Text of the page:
Either way, if you suddenly stop to look in your bag/talk to someone/take a selfie/other, then do not look at me as though I am the devil incarnate, when I walk into you. It’s going to happen, isn’t it, you twat?

4) if you want to photograph fekkin everything something, then just make sure that you’re not walking across and in front of someone (see points 1 & 3). Especially don’t take videos by criss-crossing and weaving your way sideways to the flow of traffic. This makes you a bellend, and I am likely to photobomb you, in a very British way.

5) And, in its own special category: rucksacks.

Right, I have a question for you. This is for anyone who it applies to, and specifically to the many people I saw today. What the hell is in your rucksack?

Seriously, though? I’m not talking abou small rucksacks, or bags – obviously it’s sensible to have a bag. I’m talking about full-on, luggage-style rucksacks. What’s in them? It’s not food. Bags are X-rayed before they come into the parks, and I’ve seen several people forced to throw picnics away at the gate. It’s not jackets, caps, sunglasses or cameras, because serial rucksack offenders usually have those as well.

What is in them? Are you people setting up tents or something?

On this holiday, there are 3 of us -I have a small handbag with the tickets, sunglasses and a camera. The husband carries Smallboy’s tiny rucksack. It has wet wipes, sun cream and water. We carry money on our persons. We wear our hats.

What else do people need, in such vast quantities?

Some families have several rucksacks. Look:

  Three rucksacks. Three adults and two children. Cameras, hats and jackets stored separately. What is in these beasts?

  

Two adults. Two rucksacks. No kids. Wtf?

 

What is this guy hauling? 

Genuinely interested in finding out.

The other thing about rucksacks is that they virtually double your body mass (I’m sorry for going on about this, but it has really become something of a mission.) People don’t seem to realise that they are manoeuvring around as wide-loads, with the rucksack. You can’t just be swinging round willy nilly – you’re going to smack someone in the chops. And in a queue situation, your rucksack is literally increasing thg queue time for the normal people. Not to mention the fact that you people can’t get though the barriers within the queue, without a massive amount of fuss, and getting on the ride and sodding storing the thing takes an extra 30 seconds per rucksacker. Multiply this up and the 70 minute queue time becomes 85.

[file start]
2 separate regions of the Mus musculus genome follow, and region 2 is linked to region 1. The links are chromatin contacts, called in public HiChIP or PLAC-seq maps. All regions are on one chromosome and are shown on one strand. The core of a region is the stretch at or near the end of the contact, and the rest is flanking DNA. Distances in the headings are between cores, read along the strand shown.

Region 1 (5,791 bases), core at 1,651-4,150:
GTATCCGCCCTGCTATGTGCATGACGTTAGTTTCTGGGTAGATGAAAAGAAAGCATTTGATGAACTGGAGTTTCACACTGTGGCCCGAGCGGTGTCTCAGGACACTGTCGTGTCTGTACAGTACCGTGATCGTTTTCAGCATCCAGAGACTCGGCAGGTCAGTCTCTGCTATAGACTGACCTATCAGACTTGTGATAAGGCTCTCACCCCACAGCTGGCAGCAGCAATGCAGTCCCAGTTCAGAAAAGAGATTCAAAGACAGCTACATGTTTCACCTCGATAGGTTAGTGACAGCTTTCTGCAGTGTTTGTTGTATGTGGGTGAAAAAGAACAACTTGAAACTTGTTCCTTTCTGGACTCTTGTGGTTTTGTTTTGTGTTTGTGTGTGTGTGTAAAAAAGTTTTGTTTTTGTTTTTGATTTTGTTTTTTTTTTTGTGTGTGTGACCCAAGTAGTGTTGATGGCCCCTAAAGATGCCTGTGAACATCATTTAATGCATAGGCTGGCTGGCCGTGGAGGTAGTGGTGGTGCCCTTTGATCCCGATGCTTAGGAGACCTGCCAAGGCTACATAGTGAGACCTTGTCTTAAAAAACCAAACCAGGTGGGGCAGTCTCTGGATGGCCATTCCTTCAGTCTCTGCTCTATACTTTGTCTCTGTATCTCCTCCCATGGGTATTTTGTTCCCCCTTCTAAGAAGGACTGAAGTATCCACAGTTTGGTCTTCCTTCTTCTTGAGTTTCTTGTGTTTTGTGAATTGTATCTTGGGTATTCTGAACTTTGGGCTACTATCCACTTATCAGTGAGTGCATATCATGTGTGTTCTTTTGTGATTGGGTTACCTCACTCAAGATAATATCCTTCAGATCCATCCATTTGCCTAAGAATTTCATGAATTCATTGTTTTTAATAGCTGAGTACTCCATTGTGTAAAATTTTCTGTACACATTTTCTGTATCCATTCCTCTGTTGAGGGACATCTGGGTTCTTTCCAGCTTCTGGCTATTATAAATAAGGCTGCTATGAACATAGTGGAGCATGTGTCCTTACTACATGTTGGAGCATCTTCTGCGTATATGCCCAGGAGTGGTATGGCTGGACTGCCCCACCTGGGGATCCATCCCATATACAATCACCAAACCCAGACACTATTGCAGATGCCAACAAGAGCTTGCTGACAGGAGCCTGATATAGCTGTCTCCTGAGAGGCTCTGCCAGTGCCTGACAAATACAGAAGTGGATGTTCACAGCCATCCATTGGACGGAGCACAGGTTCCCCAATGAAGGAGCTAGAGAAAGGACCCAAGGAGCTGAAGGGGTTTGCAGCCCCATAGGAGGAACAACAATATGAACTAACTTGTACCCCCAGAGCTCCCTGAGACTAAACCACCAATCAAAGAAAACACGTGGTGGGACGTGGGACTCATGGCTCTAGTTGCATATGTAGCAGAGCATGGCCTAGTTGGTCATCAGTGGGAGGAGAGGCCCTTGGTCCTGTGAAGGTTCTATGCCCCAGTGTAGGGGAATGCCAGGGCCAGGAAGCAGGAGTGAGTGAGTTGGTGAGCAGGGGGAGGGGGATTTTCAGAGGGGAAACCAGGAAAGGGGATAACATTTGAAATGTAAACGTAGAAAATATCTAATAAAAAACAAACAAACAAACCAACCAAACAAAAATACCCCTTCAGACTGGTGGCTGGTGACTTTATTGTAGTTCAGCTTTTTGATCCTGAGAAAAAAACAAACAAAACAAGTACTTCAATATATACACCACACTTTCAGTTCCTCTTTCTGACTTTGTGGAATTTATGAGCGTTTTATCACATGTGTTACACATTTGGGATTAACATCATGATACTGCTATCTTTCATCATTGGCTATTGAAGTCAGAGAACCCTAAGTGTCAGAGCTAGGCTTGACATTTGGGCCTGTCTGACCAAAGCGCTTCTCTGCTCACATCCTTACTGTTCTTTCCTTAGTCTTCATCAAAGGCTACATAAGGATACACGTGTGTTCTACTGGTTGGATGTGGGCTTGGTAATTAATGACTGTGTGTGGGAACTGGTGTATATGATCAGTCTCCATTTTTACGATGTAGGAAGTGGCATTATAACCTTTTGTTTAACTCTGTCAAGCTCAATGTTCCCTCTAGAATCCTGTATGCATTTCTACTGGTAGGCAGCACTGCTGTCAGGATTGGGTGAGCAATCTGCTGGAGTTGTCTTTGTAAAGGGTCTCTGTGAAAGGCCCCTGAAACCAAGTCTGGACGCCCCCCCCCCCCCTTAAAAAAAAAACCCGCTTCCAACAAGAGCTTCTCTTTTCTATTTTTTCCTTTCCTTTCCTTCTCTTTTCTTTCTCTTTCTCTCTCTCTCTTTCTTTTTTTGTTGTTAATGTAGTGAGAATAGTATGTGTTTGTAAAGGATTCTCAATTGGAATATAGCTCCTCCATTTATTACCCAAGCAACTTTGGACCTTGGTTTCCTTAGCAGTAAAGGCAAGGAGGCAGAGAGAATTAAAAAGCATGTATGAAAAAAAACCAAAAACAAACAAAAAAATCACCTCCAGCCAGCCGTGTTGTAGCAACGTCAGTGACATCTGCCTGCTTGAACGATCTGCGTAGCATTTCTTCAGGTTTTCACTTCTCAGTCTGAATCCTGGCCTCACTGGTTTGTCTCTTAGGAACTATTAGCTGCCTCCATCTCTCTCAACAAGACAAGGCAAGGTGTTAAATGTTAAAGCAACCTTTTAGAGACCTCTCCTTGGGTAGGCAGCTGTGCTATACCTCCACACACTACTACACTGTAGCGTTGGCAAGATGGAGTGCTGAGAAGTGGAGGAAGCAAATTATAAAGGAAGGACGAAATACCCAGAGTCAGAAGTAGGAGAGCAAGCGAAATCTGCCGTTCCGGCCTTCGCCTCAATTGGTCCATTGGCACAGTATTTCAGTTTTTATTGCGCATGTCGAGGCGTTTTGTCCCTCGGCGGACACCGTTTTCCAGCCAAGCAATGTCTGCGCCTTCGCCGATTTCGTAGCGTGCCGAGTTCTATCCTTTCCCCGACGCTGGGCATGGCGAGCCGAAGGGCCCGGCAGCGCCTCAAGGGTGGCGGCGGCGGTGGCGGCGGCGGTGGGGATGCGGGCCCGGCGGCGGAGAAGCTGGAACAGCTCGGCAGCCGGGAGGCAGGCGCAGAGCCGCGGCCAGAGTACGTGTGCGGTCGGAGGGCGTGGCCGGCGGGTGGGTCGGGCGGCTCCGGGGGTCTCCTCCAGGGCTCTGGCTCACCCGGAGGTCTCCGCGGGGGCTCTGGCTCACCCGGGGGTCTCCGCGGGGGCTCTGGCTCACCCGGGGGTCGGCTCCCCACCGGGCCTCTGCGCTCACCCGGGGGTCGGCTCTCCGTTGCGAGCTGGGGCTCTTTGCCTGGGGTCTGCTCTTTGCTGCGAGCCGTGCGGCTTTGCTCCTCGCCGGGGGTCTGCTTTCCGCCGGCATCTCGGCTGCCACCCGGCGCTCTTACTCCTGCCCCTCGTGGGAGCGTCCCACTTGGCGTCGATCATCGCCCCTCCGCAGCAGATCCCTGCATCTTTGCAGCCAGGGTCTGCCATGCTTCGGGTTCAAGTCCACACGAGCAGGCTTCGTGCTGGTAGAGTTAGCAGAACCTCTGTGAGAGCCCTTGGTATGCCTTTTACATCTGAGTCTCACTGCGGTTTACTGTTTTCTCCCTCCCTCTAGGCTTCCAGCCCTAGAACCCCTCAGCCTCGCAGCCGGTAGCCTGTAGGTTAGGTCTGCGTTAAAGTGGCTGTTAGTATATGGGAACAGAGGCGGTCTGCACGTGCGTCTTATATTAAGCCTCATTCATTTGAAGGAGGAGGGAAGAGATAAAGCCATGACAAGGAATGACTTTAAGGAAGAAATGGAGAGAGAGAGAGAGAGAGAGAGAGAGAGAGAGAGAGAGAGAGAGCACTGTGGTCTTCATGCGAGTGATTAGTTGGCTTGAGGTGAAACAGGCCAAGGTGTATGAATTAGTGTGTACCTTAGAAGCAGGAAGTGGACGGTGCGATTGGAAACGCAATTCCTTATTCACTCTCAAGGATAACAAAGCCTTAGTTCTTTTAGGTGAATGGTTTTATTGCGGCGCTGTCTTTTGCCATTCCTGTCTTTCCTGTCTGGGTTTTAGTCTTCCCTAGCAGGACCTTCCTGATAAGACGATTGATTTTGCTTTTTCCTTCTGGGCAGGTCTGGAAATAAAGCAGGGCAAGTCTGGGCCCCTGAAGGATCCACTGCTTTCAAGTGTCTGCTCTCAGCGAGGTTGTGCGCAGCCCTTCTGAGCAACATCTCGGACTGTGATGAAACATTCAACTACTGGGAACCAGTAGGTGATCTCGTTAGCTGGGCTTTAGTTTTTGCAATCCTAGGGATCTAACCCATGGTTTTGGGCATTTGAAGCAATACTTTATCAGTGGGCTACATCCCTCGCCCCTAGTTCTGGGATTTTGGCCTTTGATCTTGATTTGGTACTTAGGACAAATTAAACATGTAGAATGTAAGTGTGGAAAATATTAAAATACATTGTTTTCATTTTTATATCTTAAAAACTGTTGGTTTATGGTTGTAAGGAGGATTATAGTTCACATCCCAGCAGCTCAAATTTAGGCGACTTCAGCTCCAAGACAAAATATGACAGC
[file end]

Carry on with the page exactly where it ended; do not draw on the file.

So, be prepared to provide me with a detailed inventory of contents, or leave the frigger at home.

6) Queueing. Yes, these European Theme Parker’s queue jump. Yes, we knew this in advance. Yes, we realise it’s cultural. But, frankly, I cannot get my head around the fact that it’s anything other than bloody rudeness. If you see someone standing in front of you, who has been waiting for longer than you, then it’s their turn first, you ignorant shite bag. This goes for rides, toilet queues, parades….anything. Simply seeing a teeny weeny space in front of someone, and assuming you are entitled to fill it (see point 1) makes you a knob.

Quite honestly, the melee of people waiting for the entrance turnstiles to open, was akin to some kind of battle field or Black Friday sale. If we all wait our turns, life is smoother.

7) And, while I’m at it, there are more than two speeds. Slower-than-a-snail and Lightning-McQueen’s-faster-brother are not the only options. It is perfectly acceptable to walk at a tolerable pace. The afore mentioned two speeds, are largely to blame for points 1 and 3 above.

8) PDAs

Look – I like a bit of love, me. I’m not a cynic. But there is a time and a place, people, for gratuitous displays of carnal desire. The queue for the Tower of Terror at 4:20pm is neither of those things.

I was queuing on my own (the husband stayed with Smallboy, who was categorically NOT going to go anywhere near that ride) and had a French couple with three kids in front of me, and a Spanish couple with one child behind me. Those two couples were constantly going at it with the full-on tonsil tennis. Twice I had to move the couple in front on, and how the couple behind me managed to hold off without booking themselves a room, I just don’t know. I’m happy they were in love. Really. But, I don’t need to see the bulge of a guy’s tongue from the outside of his wife’s cheek. And as for the roaming hands – I felt like I was in some 18 movie audience, with a row of horny teenagers. But the worse part of it was, the French couple’s youngest daughter (presumably in the absence of any parental attention) felt the need to entertain me throughout the queue. She danced, she sang, she jumped up and down, she span, she swang, she chatted in French… It was hugely annoying, particularly as I’d managed to bag half an hour off from my own little bundle of firecrackers.

So – PDAs? Non!

And now I have resolved all of the issues that have been weighing down heavily on me in the 28 degree heat, I feel as though we are all closer as a continent.

Bon Nuit, Europe…